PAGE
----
I have exams to revise for but I can’t help it, the wanderlust is stirring inside of me, and my travel guides offer as good a form of procrastination as any. It’s now only 11 days until I leave Hong Kong for three months of travelling through China and SE Asia. It’s all so thrilling, it’s no wonder that I can’t concentrate on drudging through my lecture notes. Don’t get me wrong, I am fascinated by Chinese foreign policy, but revising for an exam always sucks a bit of the enjoyment out of a subject.
So, in another bid to put off the work a little while longer, I thought I’d share my travel plans with you…
For my first week in China, I haven’t really got a clue what’s happening. Not a very promising start, I know, but bear with me on this. On a whim I decided to sign up to a cultural exchange that HKU has organised with a university in Hunan province. I put my name down not even knowing this much, but the trip is being paid for by the university so why not! In stark contrast I have spreadsheets charting out the rest of my travels (why am I not this organised in any other aspect of my life?). Now I know that we shall be visiting the mountains which inspired scenes from avatar, I am even more eager. Such a exchange seems like it should offer a unique opportunity; I like to think that, in my travels, I am not merely just a tourist (but don’t all we all, us bloggers/travellers/explorers/anything-but-tourists).
The next two weeks shall be spent in Guilin, where I have enrolled on an intensive Mandarin language course and will be staying with a local host family. I’m slightly apprehensive about staying with a group of strangers – the main issue being that I am not looking forward to having explain to them my ridiculously fussy eating habits – but I know that staying with a host family will not only help my language skills, but should provide a more rewarding cultural experience (and who knows, maybe I’ll come away liking some new foods). I’ve been learning Mandarin for a year now, and hopefully this program will help give me an extra confidence boost when it comes to actually speaking Mandarin. Lots of people choose Beijing or Shanghai as locations for studying Chinese, but I’ve been looking forward to visiting Guilin since I’ve arrived in Hong Kong. The surrounding area is supposed to offer the most spectacularly beautiful scenery in all of China.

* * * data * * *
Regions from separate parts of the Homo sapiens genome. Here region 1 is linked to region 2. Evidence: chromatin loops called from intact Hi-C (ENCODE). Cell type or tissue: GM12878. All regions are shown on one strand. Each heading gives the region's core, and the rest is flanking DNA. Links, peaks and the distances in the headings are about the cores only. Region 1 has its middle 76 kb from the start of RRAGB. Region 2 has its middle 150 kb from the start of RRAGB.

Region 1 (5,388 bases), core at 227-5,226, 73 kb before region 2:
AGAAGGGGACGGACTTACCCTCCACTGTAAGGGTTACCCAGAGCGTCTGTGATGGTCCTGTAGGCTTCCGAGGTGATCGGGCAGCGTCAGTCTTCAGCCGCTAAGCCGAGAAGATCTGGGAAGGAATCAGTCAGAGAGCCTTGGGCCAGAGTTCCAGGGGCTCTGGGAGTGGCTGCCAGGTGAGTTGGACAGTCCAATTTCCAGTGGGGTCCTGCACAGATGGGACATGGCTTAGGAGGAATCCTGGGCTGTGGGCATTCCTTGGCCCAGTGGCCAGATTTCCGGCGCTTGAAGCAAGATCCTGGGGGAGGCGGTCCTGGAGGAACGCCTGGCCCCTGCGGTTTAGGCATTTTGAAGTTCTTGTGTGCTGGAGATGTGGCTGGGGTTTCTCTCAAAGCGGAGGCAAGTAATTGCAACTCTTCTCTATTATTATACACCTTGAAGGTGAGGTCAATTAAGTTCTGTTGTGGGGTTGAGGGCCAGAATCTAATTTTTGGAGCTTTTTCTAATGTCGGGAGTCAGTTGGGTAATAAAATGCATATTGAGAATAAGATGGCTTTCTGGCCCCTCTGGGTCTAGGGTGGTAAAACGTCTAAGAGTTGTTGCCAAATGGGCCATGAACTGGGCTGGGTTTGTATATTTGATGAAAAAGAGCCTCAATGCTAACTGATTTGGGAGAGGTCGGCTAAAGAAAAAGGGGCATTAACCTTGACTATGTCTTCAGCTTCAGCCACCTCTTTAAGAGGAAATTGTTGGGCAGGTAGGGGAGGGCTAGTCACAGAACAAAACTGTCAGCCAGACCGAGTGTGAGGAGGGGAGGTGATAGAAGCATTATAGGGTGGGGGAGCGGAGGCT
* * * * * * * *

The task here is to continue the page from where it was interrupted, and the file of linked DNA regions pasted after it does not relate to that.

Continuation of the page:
From Guilin I shall be flying to Bangkok, where I shall be reunited with my boyfriend Matt, after nine months spent on opposite sides of the globe. He has patiently listened to me gleefully go on and on about what a fantastic time I have been having in Hong Kong, while he’s been back home, working very hard. On top of that, the pictures I kept smugly sending him of beaches probably didn’t help his mood, especially not whilst the weather in England was miserable. But, through all that, he’s stuck with me, so now it’s his turn for some fun too and I couldn’t imagine a better travelling companion.
It shall be an eight week adventure, encompassing four countries, and stopping at the following:
Bangkok, Siem Reap, Battambang, Phnom Penh, Sihanoukville, Koh Rong, Ho Chi Minh City, Mui Ne, Nah Trang, Hoi An, Hue, Phong Nha-Ke Bang National Park, Hanoi, Halong Bay, Sapa, Luang Prabang, Vang Vieng, Vientiane, Chang Mai, Pai, Sukhothai
I know we should try not to squeeze too much in, but it’s as though every time I go online I find somewhere new to be added to the list. I’ve researched every portion of the trip, looked up where to stay, calculated how many days we should approximately need in each place, but beyond the flights and our first hostel I have avoided booking anything concrete. For shorter trips I like to have everything sorted and organised before I leave, so i can just enjoy things out there. But for a trip this long we wanted the flexibility of being able to adjust our plans.
I happily welcome any input from fellow travellers, so what do you think of our proposed itinerary?